Molecular logic proposed
Technology Research News
from the French National Center for Scientific Research (CNRS) and University
College London in England have devised a scheme for designing logic circuits
within individual molecules.
The scheme could eventually be used to produce small, fast computers
and to store large amounts of data in very small spaces. The method could
also be modified to make sensors for detecting individual molecules.
The researchers' plan calls for connecting a pair of benzene molecules
to two gold electrodes. The molecules contain nitrogen-oxygen side groups
whose rotational positions can represent the 1s and 0s of computer information.
The researchers' simulations show that the set-up would allow for simple
two-input logic gates like AND and XOR, said Robert Stadler, an assistant
professor of physics and astronomy at University College London.
An AND gate contains two inputs and one output. If the inputs are
both 1s the gate returns an output of 1. If the inputs are different or
both 0s, the output is 0. An XOR gate returns a 1 if either but not both
of the inputs are 1.
The molecular circuits also have the potential to perform more complex
functions, said Stadler. "We envision [a] move towards complexities where
a far larger number of inputs can be processed through a single molecule,"
The researchers hit upon the idea while they were trying to build
another molecular logic design and encountered problems with parts of molecules
interfering with each other. The previous attempt copied the structure of
larger, diode-based logic circuits, said Stadler. "There we encountered
problems with quantum interferences," he said. "So we decided to try to
use those interferences for information processing rather than trying to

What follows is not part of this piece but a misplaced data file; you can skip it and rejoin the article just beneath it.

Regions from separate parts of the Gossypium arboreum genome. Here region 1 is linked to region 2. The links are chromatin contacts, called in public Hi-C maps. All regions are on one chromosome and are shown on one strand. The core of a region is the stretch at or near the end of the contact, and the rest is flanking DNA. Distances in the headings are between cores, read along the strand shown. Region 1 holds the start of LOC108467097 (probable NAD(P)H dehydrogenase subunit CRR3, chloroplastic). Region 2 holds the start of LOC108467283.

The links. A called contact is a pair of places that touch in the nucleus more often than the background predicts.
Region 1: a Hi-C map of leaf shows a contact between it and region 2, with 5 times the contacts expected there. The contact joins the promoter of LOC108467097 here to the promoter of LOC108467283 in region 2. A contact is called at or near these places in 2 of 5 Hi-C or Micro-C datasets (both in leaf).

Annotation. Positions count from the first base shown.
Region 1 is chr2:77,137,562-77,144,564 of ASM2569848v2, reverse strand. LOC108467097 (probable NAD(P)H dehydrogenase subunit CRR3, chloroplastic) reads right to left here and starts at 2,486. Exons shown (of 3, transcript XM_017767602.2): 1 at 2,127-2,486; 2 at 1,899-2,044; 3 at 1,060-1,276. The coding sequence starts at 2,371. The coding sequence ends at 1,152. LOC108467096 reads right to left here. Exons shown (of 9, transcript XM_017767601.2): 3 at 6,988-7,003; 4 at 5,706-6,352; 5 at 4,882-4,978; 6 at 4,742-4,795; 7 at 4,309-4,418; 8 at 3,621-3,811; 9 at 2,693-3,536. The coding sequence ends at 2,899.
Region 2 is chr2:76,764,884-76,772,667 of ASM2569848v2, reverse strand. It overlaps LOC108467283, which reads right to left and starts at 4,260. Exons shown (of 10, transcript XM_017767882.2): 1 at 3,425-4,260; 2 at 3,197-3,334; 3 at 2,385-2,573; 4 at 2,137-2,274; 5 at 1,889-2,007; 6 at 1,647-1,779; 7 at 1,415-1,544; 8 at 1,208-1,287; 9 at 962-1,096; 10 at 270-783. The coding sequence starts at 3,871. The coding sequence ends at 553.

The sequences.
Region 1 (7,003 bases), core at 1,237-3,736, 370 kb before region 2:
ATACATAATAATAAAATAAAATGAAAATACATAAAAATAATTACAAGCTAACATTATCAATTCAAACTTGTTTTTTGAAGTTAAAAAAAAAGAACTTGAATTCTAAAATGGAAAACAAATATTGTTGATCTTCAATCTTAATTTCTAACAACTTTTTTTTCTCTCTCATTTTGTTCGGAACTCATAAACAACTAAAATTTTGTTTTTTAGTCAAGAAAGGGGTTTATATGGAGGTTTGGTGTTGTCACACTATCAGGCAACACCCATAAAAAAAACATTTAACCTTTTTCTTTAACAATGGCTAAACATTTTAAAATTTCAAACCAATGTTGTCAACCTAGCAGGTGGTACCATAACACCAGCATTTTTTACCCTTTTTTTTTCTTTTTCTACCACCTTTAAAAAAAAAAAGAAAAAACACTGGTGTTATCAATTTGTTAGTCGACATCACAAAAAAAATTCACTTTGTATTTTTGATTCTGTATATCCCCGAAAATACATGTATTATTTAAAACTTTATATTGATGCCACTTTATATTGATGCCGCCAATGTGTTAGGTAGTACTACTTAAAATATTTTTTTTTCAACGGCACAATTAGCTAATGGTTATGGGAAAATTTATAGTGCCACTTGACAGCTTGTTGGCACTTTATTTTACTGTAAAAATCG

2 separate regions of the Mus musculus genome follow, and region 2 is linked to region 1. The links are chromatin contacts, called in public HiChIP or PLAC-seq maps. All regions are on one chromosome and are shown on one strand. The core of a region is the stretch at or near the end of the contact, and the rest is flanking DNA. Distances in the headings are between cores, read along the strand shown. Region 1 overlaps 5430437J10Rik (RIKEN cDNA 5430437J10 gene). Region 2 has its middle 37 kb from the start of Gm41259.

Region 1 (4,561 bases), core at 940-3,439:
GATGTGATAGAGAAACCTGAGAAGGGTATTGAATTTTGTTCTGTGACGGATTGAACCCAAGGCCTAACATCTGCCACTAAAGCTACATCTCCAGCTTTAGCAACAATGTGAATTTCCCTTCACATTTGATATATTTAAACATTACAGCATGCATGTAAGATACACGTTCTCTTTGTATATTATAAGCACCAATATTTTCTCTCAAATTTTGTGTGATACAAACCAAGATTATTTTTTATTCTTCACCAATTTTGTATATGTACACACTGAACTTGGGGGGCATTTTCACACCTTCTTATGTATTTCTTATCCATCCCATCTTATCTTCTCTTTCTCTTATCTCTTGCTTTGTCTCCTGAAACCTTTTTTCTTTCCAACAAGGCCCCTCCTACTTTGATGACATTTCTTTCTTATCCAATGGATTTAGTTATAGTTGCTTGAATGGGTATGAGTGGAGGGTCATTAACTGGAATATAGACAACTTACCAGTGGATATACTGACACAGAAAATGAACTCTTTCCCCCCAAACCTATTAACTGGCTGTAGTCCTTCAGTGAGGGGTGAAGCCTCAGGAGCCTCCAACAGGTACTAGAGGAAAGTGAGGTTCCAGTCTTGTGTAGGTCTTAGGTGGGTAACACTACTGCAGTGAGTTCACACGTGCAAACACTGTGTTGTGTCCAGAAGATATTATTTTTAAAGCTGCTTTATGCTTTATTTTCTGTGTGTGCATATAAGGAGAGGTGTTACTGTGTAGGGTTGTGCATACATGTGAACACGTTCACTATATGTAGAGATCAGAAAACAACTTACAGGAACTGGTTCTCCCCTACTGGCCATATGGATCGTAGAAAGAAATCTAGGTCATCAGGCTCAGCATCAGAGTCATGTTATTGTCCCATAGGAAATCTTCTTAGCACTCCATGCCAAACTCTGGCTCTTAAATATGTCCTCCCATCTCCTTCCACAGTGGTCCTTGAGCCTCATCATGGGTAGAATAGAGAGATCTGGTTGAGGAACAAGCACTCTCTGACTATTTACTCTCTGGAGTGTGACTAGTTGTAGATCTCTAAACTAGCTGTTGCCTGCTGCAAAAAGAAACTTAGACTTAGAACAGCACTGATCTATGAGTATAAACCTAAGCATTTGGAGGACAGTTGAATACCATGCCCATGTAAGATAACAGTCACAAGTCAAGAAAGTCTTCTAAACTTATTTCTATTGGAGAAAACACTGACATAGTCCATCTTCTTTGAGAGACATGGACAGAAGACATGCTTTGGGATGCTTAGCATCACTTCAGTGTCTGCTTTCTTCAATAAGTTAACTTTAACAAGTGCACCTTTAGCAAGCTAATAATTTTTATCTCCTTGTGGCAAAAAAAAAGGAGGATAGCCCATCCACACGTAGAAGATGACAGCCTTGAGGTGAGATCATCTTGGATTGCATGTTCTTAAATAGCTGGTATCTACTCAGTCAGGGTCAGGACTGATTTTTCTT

The logic scheme works because a molecule guides electrons passing
through it as quantum waves rather than as particles passing through larger
electrical circuits. "By changing the chemical side-groups, the geometry
of the waveguide can be tuned," said Stadler. Depending on how the side-groups
are rotated, they are coupled or decoupled from the cloud of electrons associated
with the benzene molecule. The side-group positions represent inputs and
two side groups provide the requisite number of inputs for the two basic
Changing the electronic structure of the molecule by rotating the
side groups changes the interference pattern of the different paths the
electron waves can travel through the molecule, which changes the electrical
conductance of the molecule. The conductance levels represent logic gate's
There are several technical challenges to implementing even a simple
version of the molecular logic, said Stadler. The first challenge is bringing
a large number of electrodes within nanometers of each other. A nanometer
is one millionth of a millimeter. "Gap sizes of about five nanometers between
two electrodes are now possible," he said. "But for more than two electrodes
this of course becomes increasingly difficult."
A second challenge will be positioning the molecules on electrodes,
said Stadler. "In situ manipulation of the molecules when they are anchored
on electrodes is the next big hurdle," he said.
Finally, to construct a working information processing or storage
system, molecules must be interconnected. "This raises a large number of
architectural and manufacturing issues," said Stadler.
At this early stage, it is difficult to predict exactly how well
such molecular devices will work. In addition to the performance of a single
molecular system, interconnections among the molecules and a means of connection
to the larger world must be taken into consideration, said Stadler. "These
interconnections and the detailed computer architecture of the whole system
will be [the] limiting factors for performance in density rather than properties
of the molecules themselves," he said.
Practical applications for molecular electronics are more than a
decade away, said Stadler. They "should not be expected before 2015," he
Even further down the road, molecular electronics could be coaxed
to interact with a chemical environment, said Stadler. "Prospects for medical
applications, where molecular devices could be linked to bio-chemical processes
would be very exciting," he said. These possibilities won't be realized
anytime soon, he added.
Stadler's research colleagues were S. Ami and Christian Joachim
at CNRS in France and Michael Forshaw at University College London. The
work appeared in the January 23, 2004 issue of Nanotechnology. The
research was funded by the European Community and the Consortium for Hamiltonian
Timeline: 10 years
TRN Categories: Biological, Chemical, DNA and Molecular Computing
Story Type: News
Related Elements: Technical paper, "Integrating Logic Functions
inside a Single Molecule," Nanotechnology, January 23, 2004
March 24/31, 2004
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